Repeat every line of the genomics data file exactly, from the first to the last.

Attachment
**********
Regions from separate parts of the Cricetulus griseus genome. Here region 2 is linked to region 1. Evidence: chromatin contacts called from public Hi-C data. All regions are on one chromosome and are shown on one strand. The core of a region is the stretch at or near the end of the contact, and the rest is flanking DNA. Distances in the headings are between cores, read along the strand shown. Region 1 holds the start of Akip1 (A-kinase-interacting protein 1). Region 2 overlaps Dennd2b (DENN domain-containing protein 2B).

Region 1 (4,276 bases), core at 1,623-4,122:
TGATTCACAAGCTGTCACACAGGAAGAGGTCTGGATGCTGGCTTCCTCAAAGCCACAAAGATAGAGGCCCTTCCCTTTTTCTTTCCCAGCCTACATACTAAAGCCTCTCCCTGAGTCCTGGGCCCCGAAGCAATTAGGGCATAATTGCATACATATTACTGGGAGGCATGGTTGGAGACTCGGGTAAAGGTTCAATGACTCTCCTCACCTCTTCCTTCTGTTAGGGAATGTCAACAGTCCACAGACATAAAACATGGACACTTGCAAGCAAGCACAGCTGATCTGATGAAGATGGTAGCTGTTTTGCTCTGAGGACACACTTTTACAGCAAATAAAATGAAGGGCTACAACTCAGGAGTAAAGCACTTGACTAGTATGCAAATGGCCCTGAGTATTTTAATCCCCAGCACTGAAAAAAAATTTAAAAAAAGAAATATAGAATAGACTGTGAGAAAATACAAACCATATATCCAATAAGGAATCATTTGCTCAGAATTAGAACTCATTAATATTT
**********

Regions from separate parts of the Cricetulus griseus genome. Here region 2 is linked to region 1. Evidence: chromatin contacts called from public Hi-C data. All regions are on one chromosome and are shown on one strand. The core of a region is the stretch at or near the end of the contact, and the rest is flanking DNA. Distances in the headings are between cores, read along the strand shown. Region 1 holds the start of Akip1 (A-kinase-interacting protein 1). Region 2 overlaps Dennd2b (DENN domain-containing protein 2B).

Region 1 (4,276 bases), core at 1,623-4,122:
TGATTCACAAGCTGTCACACAGGAAGAGGTCTGGATGCTGGCTTCCTCAAAGCCACAAAGATAGAGGCCCTTCCCTTTTTCTTTCCCAGCCTACATACTAAAGCCTCTCCCTGAGTCCTGGGCCCCGAAGCAATTAGGGCATAATTGCATACATATTACTGGGAGGCATGGTTGGAGACTCGGGTAAAGGTTCAATGACTCTCCTCACCTCTTCCTTCTGTTAGGGAATGTCAACAGTCCACAGACATAAAACATGGACACTTGCAAGCAAGCACAGCTGATCTGATGAAGATGGTAGCTGTTTTGCTCTGAGGACACACTTTTACAGCAAATAAAATGAAGGGCTACAACTCAGGAGTAAAGCACTTGACTAGTATGCAAATGGCCCTGAGTATTTTAATCCCCAGCACTGAAAAAAAATTTAAAAAAAGAAATATAGAATAGACTGTGAGAAAATACAAACCATATATCCAATAAGGAATCATTTGCTCAGAATTAGAACTCATTAATATTT